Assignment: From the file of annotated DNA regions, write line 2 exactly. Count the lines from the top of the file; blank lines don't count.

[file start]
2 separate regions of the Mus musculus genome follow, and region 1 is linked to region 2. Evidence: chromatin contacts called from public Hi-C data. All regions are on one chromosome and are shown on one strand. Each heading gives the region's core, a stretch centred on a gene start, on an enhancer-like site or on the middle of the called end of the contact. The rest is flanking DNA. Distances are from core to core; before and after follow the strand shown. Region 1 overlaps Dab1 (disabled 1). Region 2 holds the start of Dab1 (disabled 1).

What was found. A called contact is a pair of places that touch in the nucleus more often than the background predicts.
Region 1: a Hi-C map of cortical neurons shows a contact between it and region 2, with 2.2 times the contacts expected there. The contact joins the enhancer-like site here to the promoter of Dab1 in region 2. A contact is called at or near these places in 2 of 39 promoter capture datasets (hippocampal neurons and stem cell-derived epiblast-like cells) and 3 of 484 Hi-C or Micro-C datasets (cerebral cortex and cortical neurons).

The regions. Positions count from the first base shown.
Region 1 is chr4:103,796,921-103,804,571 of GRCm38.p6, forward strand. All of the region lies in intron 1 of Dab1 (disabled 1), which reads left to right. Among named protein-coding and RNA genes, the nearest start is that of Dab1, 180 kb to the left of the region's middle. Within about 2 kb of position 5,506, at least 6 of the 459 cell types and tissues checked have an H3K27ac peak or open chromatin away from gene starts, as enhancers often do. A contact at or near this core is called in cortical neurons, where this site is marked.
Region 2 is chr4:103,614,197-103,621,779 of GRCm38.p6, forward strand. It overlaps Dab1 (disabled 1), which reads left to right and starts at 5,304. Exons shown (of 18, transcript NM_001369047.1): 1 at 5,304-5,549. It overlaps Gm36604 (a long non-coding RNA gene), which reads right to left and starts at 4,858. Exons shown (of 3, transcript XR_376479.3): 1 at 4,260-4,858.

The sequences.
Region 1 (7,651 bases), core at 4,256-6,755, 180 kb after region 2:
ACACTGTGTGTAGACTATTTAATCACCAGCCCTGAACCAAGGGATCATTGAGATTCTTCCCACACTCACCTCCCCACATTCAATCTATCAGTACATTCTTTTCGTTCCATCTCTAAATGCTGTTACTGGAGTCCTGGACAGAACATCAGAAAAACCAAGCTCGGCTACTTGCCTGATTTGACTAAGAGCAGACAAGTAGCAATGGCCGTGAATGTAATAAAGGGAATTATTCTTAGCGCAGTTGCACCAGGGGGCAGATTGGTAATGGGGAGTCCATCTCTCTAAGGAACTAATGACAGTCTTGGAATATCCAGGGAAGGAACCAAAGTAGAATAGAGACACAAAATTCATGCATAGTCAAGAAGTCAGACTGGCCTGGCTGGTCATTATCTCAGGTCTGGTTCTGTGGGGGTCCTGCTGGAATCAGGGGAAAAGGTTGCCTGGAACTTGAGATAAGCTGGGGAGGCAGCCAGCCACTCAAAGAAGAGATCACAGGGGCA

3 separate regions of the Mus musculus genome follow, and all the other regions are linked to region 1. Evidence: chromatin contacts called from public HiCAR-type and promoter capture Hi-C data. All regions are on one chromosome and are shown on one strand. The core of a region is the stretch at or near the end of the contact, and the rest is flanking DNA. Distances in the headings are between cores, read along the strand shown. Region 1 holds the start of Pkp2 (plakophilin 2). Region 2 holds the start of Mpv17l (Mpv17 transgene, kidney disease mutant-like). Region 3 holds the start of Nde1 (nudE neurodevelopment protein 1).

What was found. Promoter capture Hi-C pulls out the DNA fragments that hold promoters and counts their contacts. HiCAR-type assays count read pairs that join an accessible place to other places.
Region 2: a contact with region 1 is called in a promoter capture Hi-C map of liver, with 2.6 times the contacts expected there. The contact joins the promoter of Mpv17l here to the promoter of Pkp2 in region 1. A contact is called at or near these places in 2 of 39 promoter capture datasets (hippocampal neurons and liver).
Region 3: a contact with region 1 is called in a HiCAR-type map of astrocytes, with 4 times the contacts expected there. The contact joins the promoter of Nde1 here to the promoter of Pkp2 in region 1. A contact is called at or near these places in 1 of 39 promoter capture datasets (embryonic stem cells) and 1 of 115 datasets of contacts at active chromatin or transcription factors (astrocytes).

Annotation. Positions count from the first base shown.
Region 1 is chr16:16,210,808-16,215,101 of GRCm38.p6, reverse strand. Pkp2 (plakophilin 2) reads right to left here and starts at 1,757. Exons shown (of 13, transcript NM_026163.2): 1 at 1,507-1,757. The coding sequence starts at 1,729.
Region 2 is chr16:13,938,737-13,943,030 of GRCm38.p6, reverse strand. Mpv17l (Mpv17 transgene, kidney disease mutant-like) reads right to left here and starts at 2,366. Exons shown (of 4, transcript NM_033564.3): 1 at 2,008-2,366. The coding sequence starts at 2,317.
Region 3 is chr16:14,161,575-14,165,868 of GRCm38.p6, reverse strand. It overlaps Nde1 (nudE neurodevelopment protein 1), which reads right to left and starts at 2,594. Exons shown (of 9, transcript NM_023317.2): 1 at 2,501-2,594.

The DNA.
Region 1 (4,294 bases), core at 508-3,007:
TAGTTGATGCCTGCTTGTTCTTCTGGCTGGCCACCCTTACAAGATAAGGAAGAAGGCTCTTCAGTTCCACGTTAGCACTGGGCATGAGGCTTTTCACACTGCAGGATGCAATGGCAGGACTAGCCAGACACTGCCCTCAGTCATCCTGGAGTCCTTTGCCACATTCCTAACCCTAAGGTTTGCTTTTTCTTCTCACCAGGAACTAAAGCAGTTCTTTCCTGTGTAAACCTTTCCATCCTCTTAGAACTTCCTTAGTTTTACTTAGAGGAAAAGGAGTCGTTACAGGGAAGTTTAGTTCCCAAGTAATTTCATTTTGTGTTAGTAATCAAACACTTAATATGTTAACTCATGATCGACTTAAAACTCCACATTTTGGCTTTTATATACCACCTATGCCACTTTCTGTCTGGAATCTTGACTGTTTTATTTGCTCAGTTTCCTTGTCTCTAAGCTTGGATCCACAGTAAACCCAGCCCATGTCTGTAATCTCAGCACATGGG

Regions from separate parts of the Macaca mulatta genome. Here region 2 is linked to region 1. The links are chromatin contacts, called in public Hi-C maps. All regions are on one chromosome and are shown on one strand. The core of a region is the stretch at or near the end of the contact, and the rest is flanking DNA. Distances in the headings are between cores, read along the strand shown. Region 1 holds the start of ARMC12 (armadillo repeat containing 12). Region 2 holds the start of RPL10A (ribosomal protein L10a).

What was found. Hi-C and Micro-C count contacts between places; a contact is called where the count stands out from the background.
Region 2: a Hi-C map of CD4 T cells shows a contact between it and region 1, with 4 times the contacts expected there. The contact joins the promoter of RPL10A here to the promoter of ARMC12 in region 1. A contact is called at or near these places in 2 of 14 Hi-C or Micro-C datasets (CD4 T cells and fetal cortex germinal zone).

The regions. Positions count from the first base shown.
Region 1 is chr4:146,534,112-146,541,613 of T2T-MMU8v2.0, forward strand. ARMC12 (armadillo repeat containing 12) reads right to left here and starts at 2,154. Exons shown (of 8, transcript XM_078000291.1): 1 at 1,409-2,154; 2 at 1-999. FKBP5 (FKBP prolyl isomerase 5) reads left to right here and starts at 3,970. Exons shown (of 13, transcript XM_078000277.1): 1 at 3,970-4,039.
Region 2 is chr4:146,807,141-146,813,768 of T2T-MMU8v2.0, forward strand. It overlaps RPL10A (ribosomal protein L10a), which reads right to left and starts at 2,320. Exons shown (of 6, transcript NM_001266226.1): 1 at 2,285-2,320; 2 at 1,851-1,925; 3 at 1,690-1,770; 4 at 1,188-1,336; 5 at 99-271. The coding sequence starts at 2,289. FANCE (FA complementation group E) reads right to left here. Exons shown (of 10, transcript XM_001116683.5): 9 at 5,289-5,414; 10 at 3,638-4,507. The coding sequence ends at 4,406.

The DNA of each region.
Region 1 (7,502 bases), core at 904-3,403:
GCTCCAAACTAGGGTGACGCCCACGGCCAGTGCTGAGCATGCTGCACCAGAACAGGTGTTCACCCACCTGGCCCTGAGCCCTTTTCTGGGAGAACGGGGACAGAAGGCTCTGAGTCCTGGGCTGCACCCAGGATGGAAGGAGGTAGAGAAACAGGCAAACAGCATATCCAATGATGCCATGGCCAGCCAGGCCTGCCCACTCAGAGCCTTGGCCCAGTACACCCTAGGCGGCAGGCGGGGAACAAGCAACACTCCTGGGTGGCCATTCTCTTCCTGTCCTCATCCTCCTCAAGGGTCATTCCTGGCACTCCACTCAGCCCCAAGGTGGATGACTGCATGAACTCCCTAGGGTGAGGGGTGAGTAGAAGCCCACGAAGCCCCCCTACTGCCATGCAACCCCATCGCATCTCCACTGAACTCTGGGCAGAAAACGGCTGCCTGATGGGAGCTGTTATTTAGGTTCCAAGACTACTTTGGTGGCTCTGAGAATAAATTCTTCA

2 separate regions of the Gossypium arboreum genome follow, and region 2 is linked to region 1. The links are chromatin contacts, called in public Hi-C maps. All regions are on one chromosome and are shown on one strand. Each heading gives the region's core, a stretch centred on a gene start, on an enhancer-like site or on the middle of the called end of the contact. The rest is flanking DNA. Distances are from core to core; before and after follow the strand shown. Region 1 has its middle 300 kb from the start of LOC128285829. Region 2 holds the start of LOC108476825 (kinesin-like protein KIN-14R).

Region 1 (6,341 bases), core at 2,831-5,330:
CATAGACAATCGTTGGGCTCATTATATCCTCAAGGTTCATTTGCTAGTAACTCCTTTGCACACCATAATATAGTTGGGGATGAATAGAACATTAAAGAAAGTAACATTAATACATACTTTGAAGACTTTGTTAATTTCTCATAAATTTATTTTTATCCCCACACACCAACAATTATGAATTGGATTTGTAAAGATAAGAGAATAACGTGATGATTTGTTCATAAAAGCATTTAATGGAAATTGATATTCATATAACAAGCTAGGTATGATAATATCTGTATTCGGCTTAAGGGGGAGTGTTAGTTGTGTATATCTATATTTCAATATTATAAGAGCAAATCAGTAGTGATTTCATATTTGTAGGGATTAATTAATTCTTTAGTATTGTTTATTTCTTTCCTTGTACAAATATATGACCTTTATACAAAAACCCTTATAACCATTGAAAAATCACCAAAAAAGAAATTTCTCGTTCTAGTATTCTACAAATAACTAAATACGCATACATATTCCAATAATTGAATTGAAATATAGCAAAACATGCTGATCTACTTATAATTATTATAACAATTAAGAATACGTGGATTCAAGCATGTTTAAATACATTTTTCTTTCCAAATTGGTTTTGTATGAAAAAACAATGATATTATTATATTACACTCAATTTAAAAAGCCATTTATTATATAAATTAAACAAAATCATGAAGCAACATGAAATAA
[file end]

What was found. A called contact is a pair of places that touch in the nucleus more often than the background predicts.